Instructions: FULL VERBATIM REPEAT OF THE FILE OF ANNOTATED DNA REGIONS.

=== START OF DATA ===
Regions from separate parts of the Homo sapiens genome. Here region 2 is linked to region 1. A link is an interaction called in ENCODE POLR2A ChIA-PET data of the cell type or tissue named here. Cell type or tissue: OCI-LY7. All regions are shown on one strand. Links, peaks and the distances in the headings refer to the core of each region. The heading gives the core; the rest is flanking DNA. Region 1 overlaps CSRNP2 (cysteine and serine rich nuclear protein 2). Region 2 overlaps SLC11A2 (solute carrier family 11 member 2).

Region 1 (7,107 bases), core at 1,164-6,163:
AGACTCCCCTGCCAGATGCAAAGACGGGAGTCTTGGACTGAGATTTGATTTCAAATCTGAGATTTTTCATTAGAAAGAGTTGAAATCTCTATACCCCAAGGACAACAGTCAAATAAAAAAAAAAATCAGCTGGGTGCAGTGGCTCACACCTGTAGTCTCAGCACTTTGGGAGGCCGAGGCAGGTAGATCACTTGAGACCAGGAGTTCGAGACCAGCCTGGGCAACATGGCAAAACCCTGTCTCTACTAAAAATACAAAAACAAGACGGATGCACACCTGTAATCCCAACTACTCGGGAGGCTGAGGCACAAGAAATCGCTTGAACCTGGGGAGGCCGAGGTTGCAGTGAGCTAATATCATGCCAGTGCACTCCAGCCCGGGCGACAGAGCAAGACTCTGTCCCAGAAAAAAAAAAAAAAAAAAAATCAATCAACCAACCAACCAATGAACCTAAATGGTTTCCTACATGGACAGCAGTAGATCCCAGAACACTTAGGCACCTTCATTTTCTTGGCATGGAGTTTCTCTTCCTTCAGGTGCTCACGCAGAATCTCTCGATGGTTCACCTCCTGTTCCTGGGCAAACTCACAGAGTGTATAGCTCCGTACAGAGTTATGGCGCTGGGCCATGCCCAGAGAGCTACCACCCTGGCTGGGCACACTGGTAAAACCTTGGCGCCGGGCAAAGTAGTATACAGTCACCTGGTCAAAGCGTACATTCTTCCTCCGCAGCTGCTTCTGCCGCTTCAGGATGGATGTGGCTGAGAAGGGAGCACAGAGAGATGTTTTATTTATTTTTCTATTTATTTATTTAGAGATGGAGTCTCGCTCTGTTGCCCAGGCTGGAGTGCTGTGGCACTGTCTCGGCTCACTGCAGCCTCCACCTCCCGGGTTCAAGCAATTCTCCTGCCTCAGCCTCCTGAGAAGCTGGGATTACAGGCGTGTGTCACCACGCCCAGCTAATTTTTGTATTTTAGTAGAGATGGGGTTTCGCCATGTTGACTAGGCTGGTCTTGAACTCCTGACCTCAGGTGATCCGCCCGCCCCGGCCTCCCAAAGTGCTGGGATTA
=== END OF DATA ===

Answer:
Regions from separate parts of the Homo sapiens genome. Here region 2 is linked to region 1. A link is an interaction called in ENCODE POLR2A ChIA-PET data of the cell type or tissue named here. Cell type or tissue: OCI-LY7. All regions are shown on one strand. Links, peaks and the distances in the headings refer to the core of each region. The heading gives the core; the rest is flanking DNA. Region 1 overlaps CSRNP2 (cysteine and serine rich nuclear protein 2). Region 2 overlaps SLC11A2 (solute carrier family 11 member 2).

Region 1 (7,107 bases), core at 1,164-6,163:
AGACTCCCCTGCCAGATGCAAAGACGGGAGTCTTGGACTGAGATTTGATTTCAAATCTGAGATTTTTCATTAGAAAGAGTTGAAATCTCTATACCCCAAGGACAACAGTCAAATAAAAAAAAAAATCAGCTGGGTGCAGTGGCTCACACCTGTAGTCTCAGCACTTTGGGAGGCCGAGGCAGGTAGATCACTTGAGACCAGGAGTTCGAGACCAGCCTGGGCAACATGGCAAAACCCTGTCTCTACTAAAAATACAAAAACAAGACGGATGCACACCTGTAATCCCAACTACTCGGGAGGCTGAGGCACAAGAAATCGCTTGAACCTGGGGAGGCCGAGGTTGCAGTGAGCTAATATCATGCCAGTGCACTCCAGCCCGGGCGACAGAGCAAGACTCTGTCCCAGAAAAAAAAAAAAAAAAAAAATCAATCAACCAACCAACCAATGAACCTAAATGGTTTCCTACATGGACAGCAGTAGATCCCAGAACACTTAGGCACCTTCATTTTCTTGGCATGGAGTTTCTCTTCCTTCAGGTGCTCACGCAGAATCTCTCGATGGTTCACCTCCTGTTCCTGGGCAAACTCACAGAGTGTATAGCTCCGTACAGAGTTATGGCGCTGGGCCATGCCCAGAGAGCTACCACCCTGGCTGGGCACACTGGTAAAACCTTGGCGCCGGGCAAAGTAGTATACAGTCACCTGGTCAAAGCGTACATTCTTCCTCCGCAGCTGCTTCTGCCGCTTCAGGATGGATGTGGCTGAGAAGGGAGCACAGAGAGATGTTTTATTTATTTTTCTATTTATTTATTTAGAGATGGAGTCTCGCTCTGTTGCCCAGGCTGGAGTGCTGTGGCACTGTCTCGGCTCACTGCAGCCTCCACCTCCCGGGTTCAAGCAATTCTCCTGCCTCAGCCTCCTGAGAAGCTGGGATTACAGGCGTGTGTCACCACGCCCAGCTAATTTTTGTATTTTAGTAGAGATGGGGTTTCGCCATGTTGACTAGGCTGGTCTTGAACTCCTGACCTCAGGTGATCCGCCCGCCCCGGCCTCCCAAAGTGCTGGGATTA